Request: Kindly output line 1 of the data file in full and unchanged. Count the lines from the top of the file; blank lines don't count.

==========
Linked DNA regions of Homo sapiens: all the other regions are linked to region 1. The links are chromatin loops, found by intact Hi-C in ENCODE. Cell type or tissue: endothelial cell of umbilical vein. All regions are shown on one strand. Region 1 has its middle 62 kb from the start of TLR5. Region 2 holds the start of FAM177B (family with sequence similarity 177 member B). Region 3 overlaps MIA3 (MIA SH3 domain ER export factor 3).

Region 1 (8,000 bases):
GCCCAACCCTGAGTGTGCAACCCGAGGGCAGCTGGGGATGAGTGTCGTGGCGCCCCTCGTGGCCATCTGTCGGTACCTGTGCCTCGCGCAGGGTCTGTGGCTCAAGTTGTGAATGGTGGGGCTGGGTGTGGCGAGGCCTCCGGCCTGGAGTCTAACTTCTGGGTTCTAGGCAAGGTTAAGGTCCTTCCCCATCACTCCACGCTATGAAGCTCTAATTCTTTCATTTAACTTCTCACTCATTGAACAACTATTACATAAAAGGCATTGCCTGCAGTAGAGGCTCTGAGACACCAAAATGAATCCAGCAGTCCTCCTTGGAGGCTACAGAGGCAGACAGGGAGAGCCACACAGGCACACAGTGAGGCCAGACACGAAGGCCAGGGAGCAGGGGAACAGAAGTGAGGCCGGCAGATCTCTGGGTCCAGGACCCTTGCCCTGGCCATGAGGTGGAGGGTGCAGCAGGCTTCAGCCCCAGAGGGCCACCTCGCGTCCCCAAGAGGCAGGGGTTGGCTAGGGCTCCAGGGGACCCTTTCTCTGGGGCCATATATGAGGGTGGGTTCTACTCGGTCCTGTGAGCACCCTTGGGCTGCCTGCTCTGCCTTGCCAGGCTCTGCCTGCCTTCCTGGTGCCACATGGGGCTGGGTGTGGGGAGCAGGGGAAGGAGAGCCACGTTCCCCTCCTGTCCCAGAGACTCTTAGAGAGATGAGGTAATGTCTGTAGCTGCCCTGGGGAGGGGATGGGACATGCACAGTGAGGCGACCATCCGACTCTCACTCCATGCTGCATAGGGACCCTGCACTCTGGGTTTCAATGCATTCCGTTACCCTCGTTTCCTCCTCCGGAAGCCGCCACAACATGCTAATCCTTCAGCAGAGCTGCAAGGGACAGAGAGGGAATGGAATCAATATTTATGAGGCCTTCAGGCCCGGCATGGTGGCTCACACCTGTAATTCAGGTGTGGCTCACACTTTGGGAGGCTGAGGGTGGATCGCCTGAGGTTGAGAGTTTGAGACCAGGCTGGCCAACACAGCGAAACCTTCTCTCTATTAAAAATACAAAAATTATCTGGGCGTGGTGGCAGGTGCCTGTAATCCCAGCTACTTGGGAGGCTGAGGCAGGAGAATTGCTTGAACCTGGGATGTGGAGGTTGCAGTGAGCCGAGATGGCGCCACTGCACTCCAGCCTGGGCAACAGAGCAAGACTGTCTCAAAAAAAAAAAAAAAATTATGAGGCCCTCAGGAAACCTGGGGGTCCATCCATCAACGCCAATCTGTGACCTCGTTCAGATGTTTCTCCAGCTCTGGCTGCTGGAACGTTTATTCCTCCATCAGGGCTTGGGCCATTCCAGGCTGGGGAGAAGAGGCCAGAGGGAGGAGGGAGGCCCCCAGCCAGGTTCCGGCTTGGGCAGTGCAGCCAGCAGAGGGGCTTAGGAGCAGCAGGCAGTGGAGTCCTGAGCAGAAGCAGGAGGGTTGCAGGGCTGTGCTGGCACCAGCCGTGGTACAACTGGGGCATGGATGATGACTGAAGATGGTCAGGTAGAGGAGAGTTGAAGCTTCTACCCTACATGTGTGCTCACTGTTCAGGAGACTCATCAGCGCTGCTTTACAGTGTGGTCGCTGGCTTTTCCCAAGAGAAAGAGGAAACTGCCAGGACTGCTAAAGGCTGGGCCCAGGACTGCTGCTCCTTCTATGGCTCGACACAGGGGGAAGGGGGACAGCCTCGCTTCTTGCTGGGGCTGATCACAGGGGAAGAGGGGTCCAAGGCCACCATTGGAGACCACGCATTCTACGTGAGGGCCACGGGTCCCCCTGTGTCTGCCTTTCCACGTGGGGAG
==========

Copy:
Linked DNA regions of Homo sapiens: all the other regions are linked to region 1. The links are chromatin loops, found by intact Hi-C in ENCODE. Cell type or tissue: endothelial cell of umbilical vein. All regions are shown on one strand. Region 1 has its middle 62 kb from the start of TLR5. Region 2 holds the start of FAM177B (family with sequence similarity 177 member B). Region 3 overlaps MIA3 (MIA SH3 domain ER export factor 3).